If you don’t snore, you likely know someone who does. Between 19% and 40% of adults snore when they sleep, and that percentage climbs even higher, particularly for men, as we age. It’s a nuisance for bed partners, but researchers say we shouldn’t be so quick to write off snoring or other forms of disrupted breathing while asleep as mere annoyances; instead, they could be affecting the brain, according to new research.
Snoring is a form of sleep apnea, in which people stop breathing for a few seconds or several minutes dozens of times in an hour. Any disruption of breathing during sleep can affect the brain, say researchers of a new study published in the journal Neurology. They found that people with sleep apnea tended to develop memory problems and other signs of mild cognitive impairment (MCI) earlier than people without such sleep disorders.
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Ricardo Osorio, MD, research assistant professor of psychiatry at NYU Center for Brain Health, and his colleagues studied 2,000 people enrolled in the Alzheimer’s Disease Neuroimaging Initiative (ADNI)—a population of 55 to 75 year olds, some of whom are cognitively normal, some who have mild cognitive impairment and others who have Alzheimer’s dementia. Everyone was asked about their snoring or sleep apnea, and researchers followed up every six months for two to three years to record any changes in their cognitive status.
Those who reported having sleep apnea or snoring tended to develop signs of mild cognitive impairment, including memory lapses and slower speed on cognitive skills, about 12 years earlier on average than those who didn’t report any sleep-disordered breathing. Mild cognitive impairment often precedes Alzheimer’s dementia, but not all people who develop MCI go on to get Alzheimer’s. The connection between disrupted sleep breathing and MCI remained strong even after Osorio accounted for the effects of Alzheimer’s-related genes, gender, education, depression and heart disease risk factors, all of which have been associated with increased risk of cognitive decline.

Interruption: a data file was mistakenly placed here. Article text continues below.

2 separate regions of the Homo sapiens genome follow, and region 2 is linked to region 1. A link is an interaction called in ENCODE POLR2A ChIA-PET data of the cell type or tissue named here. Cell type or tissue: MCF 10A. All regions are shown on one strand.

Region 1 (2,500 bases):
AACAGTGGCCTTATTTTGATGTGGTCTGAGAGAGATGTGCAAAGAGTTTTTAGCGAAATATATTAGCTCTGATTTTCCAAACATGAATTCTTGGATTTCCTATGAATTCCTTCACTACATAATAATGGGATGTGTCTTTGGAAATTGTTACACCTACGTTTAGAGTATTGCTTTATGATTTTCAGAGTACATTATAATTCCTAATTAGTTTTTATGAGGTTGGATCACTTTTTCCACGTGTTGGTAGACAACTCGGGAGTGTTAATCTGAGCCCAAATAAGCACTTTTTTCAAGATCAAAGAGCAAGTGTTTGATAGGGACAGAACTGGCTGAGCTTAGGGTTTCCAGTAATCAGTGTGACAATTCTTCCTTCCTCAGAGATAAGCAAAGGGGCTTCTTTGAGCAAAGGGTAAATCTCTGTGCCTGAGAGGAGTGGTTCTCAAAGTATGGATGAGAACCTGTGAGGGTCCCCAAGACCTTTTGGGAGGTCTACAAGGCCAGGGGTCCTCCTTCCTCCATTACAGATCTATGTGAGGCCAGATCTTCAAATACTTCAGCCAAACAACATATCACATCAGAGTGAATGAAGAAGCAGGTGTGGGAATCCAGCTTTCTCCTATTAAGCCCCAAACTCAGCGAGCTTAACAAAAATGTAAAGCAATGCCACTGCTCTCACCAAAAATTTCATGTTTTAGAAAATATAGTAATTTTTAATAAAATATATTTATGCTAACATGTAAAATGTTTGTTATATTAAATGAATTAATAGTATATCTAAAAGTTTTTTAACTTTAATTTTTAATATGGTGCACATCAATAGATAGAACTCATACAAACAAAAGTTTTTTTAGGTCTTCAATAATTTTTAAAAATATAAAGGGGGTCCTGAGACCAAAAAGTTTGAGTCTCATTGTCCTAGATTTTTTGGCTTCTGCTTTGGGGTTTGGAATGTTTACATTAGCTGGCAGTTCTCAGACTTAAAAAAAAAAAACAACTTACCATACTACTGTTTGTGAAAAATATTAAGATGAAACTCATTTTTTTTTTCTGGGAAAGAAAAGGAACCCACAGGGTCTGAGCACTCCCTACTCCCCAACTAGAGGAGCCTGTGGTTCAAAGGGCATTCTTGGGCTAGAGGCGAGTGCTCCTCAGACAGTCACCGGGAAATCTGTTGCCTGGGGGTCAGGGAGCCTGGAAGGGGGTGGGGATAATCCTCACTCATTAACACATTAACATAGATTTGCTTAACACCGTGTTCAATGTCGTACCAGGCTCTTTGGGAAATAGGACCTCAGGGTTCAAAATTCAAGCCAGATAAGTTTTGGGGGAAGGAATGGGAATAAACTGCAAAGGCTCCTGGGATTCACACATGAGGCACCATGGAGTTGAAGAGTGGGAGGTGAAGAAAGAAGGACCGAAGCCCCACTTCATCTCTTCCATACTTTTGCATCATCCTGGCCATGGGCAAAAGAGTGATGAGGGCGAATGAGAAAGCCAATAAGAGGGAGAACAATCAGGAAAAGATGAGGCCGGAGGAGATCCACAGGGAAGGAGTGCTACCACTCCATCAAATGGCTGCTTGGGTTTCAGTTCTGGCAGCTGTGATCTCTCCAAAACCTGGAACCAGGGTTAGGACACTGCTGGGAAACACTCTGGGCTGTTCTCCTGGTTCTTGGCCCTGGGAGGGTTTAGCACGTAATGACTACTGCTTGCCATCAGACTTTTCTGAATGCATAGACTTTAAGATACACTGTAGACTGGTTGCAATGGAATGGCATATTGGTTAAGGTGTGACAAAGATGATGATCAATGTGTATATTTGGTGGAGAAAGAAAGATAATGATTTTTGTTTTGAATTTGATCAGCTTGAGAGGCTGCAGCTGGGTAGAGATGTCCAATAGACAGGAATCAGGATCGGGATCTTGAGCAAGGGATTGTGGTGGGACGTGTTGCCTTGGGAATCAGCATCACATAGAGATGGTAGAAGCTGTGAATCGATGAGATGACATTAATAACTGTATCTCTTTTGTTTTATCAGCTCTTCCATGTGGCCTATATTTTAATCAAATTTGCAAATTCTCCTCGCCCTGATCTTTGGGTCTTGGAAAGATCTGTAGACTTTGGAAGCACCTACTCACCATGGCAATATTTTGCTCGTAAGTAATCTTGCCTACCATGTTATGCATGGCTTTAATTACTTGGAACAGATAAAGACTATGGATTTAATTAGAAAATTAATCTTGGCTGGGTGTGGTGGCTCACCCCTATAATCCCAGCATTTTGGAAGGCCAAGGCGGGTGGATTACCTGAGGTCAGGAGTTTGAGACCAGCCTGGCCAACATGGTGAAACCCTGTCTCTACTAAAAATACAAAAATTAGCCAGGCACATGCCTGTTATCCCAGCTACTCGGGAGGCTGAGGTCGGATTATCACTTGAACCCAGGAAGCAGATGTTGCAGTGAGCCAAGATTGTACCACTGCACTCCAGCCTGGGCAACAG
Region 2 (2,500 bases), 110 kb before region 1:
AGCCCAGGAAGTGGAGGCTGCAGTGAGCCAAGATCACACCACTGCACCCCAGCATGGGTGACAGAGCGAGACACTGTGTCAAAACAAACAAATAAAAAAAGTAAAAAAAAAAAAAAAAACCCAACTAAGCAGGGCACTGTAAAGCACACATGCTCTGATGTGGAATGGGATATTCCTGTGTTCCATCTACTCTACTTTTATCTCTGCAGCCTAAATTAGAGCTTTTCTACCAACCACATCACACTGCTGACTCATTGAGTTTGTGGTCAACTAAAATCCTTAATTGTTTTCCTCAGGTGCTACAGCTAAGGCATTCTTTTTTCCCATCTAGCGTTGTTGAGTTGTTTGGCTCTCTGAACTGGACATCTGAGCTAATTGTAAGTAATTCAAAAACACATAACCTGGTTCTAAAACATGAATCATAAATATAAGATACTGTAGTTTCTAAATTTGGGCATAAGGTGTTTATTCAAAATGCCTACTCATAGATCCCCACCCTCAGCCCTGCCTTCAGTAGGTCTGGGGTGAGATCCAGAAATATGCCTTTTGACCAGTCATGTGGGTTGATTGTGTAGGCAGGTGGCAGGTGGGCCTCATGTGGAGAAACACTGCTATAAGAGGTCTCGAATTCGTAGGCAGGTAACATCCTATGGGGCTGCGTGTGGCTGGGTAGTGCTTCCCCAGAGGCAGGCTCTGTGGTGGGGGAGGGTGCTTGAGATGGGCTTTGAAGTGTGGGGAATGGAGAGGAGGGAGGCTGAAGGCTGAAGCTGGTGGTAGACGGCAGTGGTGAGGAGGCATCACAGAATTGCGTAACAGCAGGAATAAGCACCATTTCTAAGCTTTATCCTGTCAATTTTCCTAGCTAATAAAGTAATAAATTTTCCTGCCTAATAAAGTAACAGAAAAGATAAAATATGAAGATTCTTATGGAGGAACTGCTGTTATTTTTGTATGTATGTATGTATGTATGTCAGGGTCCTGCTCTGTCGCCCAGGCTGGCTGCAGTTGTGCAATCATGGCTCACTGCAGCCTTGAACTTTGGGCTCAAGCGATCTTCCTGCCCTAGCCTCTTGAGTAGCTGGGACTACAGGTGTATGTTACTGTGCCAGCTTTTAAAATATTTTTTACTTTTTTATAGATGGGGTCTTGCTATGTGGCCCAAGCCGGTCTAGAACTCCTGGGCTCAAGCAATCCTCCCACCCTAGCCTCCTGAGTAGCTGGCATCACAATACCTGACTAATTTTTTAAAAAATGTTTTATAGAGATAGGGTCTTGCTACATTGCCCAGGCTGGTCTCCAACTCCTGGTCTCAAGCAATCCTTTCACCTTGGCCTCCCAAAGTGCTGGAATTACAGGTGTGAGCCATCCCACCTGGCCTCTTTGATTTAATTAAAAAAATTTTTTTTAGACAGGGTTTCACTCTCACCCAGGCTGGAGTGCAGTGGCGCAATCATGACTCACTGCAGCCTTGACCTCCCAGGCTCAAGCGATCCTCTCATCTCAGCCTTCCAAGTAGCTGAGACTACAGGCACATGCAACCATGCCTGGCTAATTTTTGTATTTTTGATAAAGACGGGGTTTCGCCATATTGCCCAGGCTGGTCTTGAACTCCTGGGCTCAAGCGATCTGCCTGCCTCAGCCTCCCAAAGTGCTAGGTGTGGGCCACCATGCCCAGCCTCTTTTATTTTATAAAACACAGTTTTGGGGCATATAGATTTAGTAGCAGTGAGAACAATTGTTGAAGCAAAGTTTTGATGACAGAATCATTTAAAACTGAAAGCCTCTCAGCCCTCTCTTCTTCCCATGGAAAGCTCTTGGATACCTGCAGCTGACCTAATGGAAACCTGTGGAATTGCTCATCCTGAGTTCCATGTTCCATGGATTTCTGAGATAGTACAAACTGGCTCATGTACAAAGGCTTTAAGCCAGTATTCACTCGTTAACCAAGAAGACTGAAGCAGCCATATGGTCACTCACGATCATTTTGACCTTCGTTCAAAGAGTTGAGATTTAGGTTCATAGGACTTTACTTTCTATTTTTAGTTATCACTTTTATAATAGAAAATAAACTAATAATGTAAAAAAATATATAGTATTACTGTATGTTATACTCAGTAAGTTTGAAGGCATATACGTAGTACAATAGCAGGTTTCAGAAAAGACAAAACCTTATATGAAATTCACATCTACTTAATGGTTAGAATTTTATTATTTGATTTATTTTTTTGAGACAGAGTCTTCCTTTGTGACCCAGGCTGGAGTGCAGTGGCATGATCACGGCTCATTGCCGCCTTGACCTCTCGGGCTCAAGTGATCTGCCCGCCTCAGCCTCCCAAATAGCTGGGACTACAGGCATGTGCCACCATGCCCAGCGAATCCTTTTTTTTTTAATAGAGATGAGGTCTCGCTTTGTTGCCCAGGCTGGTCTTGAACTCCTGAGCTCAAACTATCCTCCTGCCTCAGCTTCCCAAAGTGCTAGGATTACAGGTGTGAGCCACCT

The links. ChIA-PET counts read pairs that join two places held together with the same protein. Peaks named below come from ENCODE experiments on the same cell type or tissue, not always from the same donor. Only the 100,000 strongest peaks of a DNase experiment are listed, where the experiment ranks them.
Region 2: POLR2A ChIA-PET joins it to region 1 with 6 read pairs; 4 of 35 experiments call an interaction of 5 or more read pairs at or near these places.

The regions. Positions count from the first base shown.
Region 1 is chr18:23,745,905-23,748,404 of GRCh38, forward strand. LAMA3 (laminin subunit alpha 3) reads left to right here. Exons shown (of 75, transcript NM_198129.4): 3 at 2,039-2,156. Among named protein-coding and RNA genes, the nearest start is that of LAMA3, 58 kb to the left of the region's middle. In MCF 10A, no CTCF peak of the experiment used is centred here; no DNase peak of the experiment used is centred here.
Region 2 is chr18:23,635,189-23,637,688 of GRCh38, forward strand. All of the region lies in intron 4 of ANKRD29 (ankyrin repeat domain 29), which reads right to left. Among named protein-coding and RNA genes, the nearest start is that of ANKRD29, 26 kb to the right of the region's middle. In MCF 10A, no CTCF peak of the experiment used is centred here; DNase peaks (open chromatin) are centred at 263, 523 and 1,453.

Osorio also saw a connection between sleep apnea or snoring and Alzheimer’s dementia, but it wasn’t as robust as the link to MCI. That might be because other studies have found that not only are sleep disorders a risk factor for Alzheimer’s, but they are also a symptom of the degenerative brain disease—so those who already developed Alzheimer’s dementia may not have been accurately reporting their sleep habits.
Osorio is careful not to implicate all snoring as a precursor to memory problems or Alzheimer’s. But particularly in the elderly, he says doctors should consider the potential effect that disrupted breathing during sleep can have on the brain. While it’s not clear how sleep disorders might be increasing the risk of MCI or Alzheimer’s, it’s possible that the cumulate effects of even the short periods when the person isn’t breathing could deprive brain neurons of critical oxygen, and Alzheimer’s has been linked to slower or abnormal blood flow caused by hypertension and high cholesterol levels. Other studies have also shown that the protein responsible for Alzheimer’s, amyloid, tends to build up during the day when the nerves are active and decline at night during deep sleep. If people are being roused from deep sleep by their apnea or snoring, then they aren’t enjoying prolonged periods of low amyloid production, so the substance can build up and potentially form plaques.
Osorio also found that it’s possible to counteract some of the effects of sleep apnea or snoring. He also studied people who used a device to prevent apnea, known as a continuous positive airway pressure (CPAP) machine, which keeps airways open during sleep. Even though they snored or had sleep apnea, people who used the device developed MCI or Alzheimer’s at the same rate as those who didn’t have these sleep problems. CPAP machines are cumbersome and uncomfortable to use, and many people drop them after a few weeks. But, says Osorio, they may have more reason to stick with them now. “A lot of people don’t use them because they see no benefits,” he says, “but if they know it can improve their memory, they may definitely try to do better.”
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